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7 July 2021 Predisposing Anatomical Factors of Humeral Fractures in Birds of Prey: A Preliminary Tomographic Comparative Study
Tiziana Bertuccelli, Lorenzo Crosta, Giovanna Lucrezia Costa, Petra Schnitzer, Shivananden Sawmy, Filippo Spadola
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Abstract

The aim of this study was to identify possible predisposing anatomical factors associated with humeral fractures in birds of prey through comparison of specific anatomical features in different raptor species. An anatomical study of bone features in birds of prey was performed on 3 male subjects from 5 different species. The selected species included in this investigation were 3 diurnal species (the common buzzard [Buteo buteo], the peregrine falcon [Falco peregrinus], and the European honey-buzzard [Pernis apivorus]) and 2 nocturnal species (the barn owl [Tyto alba] and the tawny owl [Strix aluco]). Humeral bone samples were tomographically analyzed with a micro–macro-focus computed tomographic machine. Specific humeral anatomical points were selected (foramen pneumaticum and tuberculum dorsale for the proximal humerus; corpus humeri for the diaphyseal humerus; and above the condylus dorsalis for the distal humerus) to measure foramen pneumaticum diameter (in millimeters), cortical thickness (in millimeters), and trabeculae number and sizes (in millimeters). Apparent density, measured with the Hounsfield unit, was used to assess the degree of bone resistance. Statistical analysis was performed with a Spearman's correlation, and significance was set at P < .05. The differences among the observed bone volumes were highly significant (P = .00). Trabeculae number and the humeral anatomical point measurements showed differences in all 5 avian species investigated. However, those differences were not significant, except at the condylus dorsalis; in which, a significant interspecies difference (P = .002) was recorded. Trabecular size, cortical thickness, bone density, and diameter of the foramen pneumaticum were all different in all raptor species; however, these variations were not significant. The study confirms the existence of humeral bone volume differences between diurnal and nocturnal species. Furthermore, the data suggest that the humeri of peregrine falcons and European honey-buzzards may be stronger than the humeri of common buzzards, tawny owls, and barn owls.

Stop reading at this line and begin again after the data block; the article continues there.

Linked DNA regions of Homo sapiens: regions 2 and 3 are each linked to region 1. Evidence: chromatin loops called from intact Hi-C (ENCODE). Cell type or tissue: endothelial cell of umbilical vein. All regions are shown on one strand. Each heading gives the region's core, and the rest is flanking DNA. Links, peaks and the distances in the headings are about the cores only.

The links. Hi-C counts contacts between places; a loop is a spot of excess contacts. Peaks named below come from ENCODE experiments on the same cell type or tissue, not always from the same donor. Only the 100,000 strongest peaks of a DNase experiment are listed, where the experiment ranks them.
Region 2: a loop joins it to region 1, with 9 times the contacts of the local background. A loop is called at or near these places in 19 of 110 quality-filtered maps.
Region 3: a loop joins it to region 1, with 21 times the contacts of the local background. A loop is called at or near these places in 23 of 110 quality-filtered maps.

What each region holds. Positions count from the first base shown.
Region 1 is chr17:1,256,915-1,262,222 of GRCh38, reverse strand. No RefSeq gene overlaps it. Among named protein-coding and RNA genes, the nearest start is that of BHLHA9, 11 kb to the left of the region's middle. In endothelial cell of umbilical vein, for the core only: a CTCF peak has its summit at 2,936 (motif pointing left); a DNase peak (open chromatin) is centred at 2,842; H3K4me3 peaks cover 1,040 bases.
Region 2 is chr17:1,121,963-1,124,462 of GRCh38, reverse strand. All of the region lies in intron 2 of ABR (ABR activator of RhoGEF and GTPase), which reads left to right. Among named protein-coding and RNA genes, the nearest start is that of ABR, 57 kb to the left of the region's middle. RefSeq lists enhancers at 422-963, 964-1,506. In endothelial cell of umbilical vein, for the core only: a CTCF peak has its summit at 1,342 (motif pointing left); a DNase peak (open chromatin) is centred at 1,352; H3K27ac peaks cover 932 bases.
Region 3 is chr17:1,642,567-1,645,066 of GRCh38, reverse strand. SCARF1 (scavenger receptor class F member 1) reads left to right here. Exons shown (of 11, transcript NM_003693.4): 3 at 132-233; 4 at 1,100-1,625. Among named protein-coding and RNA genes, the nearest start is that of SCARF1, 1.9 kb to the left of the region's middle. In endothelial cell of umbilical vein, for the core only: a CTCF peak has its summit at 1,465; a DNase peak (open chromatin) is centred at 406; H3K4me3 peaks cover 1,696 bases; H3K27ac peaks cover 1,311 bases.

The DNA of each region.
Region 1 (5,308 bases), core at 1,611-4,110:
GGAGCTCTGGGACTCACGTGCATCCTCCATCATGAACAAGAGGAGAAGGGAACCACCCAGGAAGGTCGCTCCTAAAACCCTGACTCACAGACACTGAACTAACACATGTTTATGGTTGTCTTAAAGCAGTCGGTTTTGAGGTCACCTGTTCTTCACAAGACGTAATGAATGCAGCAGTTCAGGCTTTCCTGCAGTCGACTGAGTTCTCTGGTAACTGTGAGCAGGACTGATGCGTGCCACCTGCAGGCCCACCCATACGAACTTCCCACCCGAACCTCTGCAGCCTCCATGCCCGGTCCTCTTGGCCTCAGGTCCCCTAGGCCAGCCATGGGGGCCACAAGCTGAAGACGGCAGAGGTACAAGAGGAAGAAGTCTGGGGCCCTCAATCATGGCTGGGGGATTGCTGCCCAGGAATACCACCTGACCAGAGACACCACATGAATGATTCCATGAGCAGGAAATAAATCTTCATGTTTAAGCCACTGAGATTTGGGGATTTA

© 2021 by the Association of Avian Veterinarians
Tiziana Bertuccelli, Lorenzo Crosta, Giovanna Lucrezia Costa, Petra Schnitzer, Shivananden Sawmy, and Filippo Spadola "Predisposing Anatomical Factors of Humeral Fractures in Birds of Prey: A Preliminary Tomographic Comparative Study," Journal of Avian Medicine and Surgery 35(2), 123-134, (7 July 2021). https://doi.org/10.1647/19-00006
Published: 7 July 2021
JOURNAL ARTICLE
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KEYWORDS
Anatomy
Avian
birds of prey
bone
fracture
raptors
resistance
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